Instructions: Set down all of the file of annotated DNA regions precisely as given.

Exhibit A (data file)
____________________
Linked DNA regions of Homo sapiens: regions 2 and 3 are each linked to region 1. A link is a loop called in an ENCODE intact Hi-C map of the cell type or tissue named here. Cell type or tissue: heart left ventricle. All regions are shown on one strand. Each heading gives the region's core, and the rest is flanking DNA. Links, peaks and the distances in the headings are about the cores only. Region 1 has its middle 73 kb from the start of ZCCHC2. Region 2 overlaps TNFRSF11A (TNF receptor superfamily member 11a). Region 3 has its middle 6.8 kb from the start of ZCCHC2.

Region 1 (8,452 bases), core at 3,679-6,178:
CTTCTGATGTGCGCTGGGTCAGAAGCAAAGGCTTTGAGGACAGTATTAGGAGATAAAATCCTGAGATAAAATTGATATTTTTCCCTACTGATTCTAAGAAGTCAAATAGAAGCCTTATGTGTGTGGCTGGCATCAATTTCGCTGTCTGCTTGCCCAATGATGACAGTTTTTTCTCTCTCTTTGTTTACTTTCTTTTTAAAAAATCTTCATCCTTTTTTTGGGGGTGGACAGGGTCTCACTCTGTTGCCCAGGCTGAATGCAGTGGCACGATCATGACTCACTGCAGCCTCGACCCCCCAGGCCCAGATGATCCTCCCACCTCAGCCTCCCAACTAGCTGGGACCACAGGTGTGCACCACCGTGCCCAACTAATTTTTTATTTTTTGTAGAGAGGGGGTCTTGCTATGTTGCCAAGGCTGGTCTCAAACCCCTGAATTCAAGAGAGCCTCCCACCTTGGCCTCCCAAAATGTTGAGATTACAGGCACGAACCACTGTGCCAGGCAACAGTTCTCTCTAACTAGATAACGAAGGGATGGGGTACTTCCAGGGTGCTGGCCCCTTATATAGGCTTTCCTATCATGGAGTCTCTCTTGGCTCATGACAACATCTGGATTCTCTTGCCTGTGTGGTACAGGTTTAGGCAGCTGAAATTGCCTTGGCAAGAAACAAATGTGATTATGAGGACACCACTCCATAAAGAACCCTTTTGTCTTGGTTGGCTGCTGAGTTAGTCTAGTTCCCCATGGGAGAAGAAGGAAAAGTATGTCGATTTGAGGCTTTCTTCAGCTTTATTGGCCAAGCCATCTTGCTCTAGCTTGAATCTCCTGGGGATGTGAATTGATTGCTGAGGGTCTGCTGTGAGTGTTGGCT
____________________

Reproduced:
Linked DNA regions of Homo sapiens: regions 2 and 3 are each linked to region 1. A link is a loop called in an ENCODE intact Hi-C map of the cell type or tissue named here. Cell type or tissue: heart left ventricle. All regions are shown on one strand. Each heading gives the region's core, and the rest is flanking DNA. Links, peaks and the distances in the headings are about the cores only. Region 1 has its middle 73 kb from the start of ZCCHC2. Region 2 overlaps TNFRSF11A (TNF receptor superfamily member 11a). Region 3 has its middle 6.8 kb from the start of ZCCHC2.

Region 1 (8,452 bases), core at 3,679-6,178:
CTTCTGATGTGCGCTGGGTCAGAAGCAAAGGCTTTGAGGACAGTATTAGGAGATAAAATCCTGAGATAAAATTGATATTTTTCCCTACTGATTCTAAGAAGTCAAATAGAAGCCTTATGTGTGTGGCTGGCATCAATTTCGCTGTCTGCTTGCCCAATGATGACAGTTTTTTCTCTCTCTTTGTTTACTTTCTTTTTAAAAAATCTTCATCCTTTTTTTGGGGGTGGACAGGGTCTCACTCTGTTGCCCAGGCTGAATGCAGTGGCACGATCATGACTCACTGCAGCCTCGACCCCCCAGGCCCAGATGATCCTCCCACCTCAGCCTCCCAACTAGCTGGGACCACAGGTGTGCACCACCGTGCCCAACTAATTTTTTATTTTTTGTAGAGAGGGGGTCTTGCTATGTTGCCAAGGCTGGTCTCAAACCCCTGAATTCAAGAGAGCCTCCCACCTTGGCCTCCCAAAATGTTGAGATTACAGGCACGAACCACTGTGCCAGGCAACAGTTCTCTCTAACTAGATAACGAAGGGATGGGGTACTTCCAGGGTGCTGGCCCCTTATATAGGCTTTCCTATCATGGAGTCTCTCTTGGCTCATGACAACATCTGGATTCTCTTGCCTGTGTGGTACAGGTTTAGGCAGCTGAAATTGCCTTGGCAAGAAACAAATGTGATTATGAGGACACCACTCCATAAAGAACCCTTTTGTCTTGGTTGGCTGCTGAGTTAGTCTAGTTCCCCATGGGAGAAGAAGGAAAAGTATGTCGATTTGAGGCTTTCTTCAGCTTTATTGGCCAAGCCATCTTGCTCTAGCTTGAATCTCCTGGGGATGTGAATTGATTGCTGAGGGTCTGCTGTGAGTGTTGGCT